Okeremute Ovuorho is an Abuja-based animator and founder of Blue Ribbon Animation Studio. Also, a scriptwriter, producer, and media consultant, his animated film titled ‘Lake Kabula’ won the 2020 Tagore International Film Festival (TIFF) Best Film on Nature/Environment/Wildlife in India. In this interview with PREMIUM TIMES, he speaks about the animation industry in Nigeria and the journey so far
PREMIUM TIMES: How did your foray into animation and film begin?
Okeremute Ovuorho: My desire for animation started in 2005. I was fascinated by the way characters in animated movies (cartoons) were created and how they interacted with one another. I searched the internet for ideas and engaged in further research and studies. In 2014, I went to the International Film and Broadcast Academy, Lagos where I studied cinematography and editing. That gave me the opportunity to learn the technique of film making. In 2017 and 2018, I attended an animation workshop organized by The French Institute, Goethe Institute Nigeria and the German Embassy. That exposed me to the principles of animation and the acts of film creation.
PT: Animation is quite expensive to make. A recently shot 3D feature-length Nigerian animation reportedly cost $1m to make. Why so?
Ovuorho: Animation is capital intensive, it involves different sections of production from scripting, storyboard, animatics, characters development, background development, modelling, texturing, voicing, animation and rendering. All these processes of production require specialized skills and resources. The cost of production in terms of all the machines and software is also a major factor. Paying actors who voice on behalf of the characters and hiring animators also adds up to the budget. This is also the reason why we don’t have a lot of indigenous animated films.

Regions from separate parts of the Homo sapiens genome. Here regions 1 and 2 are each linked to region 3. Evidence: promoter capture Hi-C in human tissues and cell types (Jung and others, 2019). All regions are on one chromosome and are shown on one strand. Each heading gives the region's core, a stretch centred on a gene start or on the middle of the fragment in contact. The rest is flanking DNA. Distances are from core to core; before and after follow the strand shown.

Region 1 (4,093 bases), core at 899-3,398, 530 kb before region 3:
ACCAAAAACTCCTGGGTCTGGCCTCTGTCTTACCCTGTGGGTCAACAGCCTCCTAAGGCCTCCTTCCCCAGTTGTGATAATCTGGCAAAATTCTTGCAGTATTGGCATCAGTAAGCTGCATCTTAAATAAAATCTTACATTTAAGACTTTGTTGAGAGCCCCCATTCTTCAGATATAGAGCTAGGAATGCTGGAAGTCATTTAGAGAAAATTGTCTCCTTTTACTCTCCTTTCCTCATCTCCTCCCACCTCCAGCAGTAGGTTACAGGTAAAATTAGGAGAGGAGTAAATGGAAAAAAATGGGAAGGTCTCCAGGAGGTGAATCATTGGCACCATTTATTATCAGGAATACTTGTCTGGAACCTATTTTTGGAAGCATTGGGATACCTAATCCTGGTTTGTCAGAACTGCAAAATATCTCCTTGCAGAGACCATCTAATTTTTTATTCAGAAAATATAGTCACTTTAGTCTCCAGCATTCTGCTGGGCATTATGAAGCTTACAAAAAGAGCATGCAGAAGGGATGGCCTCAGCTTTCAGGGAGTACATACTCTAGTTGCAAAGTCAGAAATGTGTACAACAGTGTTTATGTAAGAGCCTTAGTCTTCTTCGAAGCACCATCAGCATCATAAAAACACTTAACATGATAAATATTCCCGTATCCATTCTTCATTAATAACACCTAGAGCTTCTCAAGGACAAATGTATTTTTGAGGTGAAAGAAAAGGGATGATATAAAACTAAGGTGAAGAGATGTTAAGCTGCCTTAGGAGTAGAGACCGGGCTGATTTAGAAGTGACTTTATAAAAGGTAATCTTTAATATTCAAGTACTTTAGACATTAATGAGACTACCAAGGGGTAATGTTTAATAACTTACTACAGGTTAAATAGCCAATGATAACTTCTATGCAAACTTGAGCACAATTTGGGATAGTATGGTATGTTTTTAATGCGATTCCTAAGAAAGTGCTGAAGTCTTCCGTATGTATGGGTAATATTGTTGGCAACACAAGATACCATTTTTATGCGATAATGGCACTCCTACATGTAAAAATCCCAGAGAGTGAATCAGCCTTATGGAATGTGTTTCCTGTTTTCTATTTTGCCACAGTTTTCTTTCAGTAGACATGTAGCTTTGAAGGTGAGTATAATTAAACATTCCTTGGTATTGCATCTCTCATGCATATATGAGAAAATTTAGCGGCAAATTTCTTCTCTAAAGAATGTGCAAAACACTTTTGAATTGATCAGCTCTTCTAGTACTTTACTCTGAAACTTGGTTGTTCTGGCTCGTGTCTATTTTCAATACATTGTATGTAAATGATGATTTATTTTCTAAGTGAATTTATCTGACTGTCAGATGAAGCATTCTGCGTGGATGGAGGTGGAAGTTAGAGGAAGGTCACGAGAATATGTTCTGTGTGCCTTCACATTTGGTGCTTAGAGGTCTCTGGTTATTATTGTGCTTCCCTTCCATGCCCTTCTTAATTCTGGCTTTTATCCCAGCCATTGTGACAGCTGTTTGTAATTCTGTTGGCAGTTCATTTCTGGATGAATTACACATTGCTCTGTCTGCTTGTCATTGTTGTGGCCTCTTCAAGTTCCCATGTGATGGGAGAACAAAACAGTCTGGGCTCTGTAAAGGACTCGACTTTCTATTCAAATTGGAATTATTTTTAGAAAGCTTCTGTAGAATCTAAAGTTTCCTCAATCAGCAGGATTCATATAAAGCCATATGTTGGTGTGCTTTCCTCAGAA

PT: What are the challenges in your field?
Ovuorho: Firstly, the absence of quality studios with the necessary technical know-how. Secondly, lack of funding and infrastructure. These include the cost of studio space, high cost of buying high-end graphic computers, graphic tablets, rendering machines, insufficient power supply, payment of staff, etc. Inadequate policies and regulations by the necessary government bodies to help regulate the industry and put policies that will make it difficult to release uncensored content into the public spaces. Thirdly, lack of collaboration. Embracing a more open way of collaboration that focuses on leveraging on team strength rather than an individual’s strength is important in finishing projects successfully.
PT: What projects are you currently working on & why?
Ovuorho: I am currently working on another animated film about poaching in Africa. As an environmentalist and an animal right activist, I feel the need to raise more awareness on the effects of poaching, highlighting the pain and trauma animals go through as a result of these illegal activities.
PT: How can animation be applied as a tool for social change like the effects of climate change?
Ovuorho: Animation can be applied as a tool for social change like the effects of climate change in the area of awareness creation. Climate change is a problem that occurs gradually and appears complex. To further simplify the subject and show how it affects both plants and animals, animation can be deployed as a better approach to demonstrate how and what can be done to stop or reduce the effects using whiteboard animation, motion graphics, and inspiring stories.
PT: Tell us more about the animation industry in Nigeria (opportunities and challenges)?
Ovuorho: The animation industry in Nigeria is still small with great potential to expand and employ a large number of people in different sections of film production. The challenges include lack of professional trainers and training centres, high cost of equipment, shortage of power supply, insufficient grants and poor government regulation. These are some of the challenges making it difficult to meet the needs in the market.
PT: Do you think Nigerian film audiences are receptive to animation?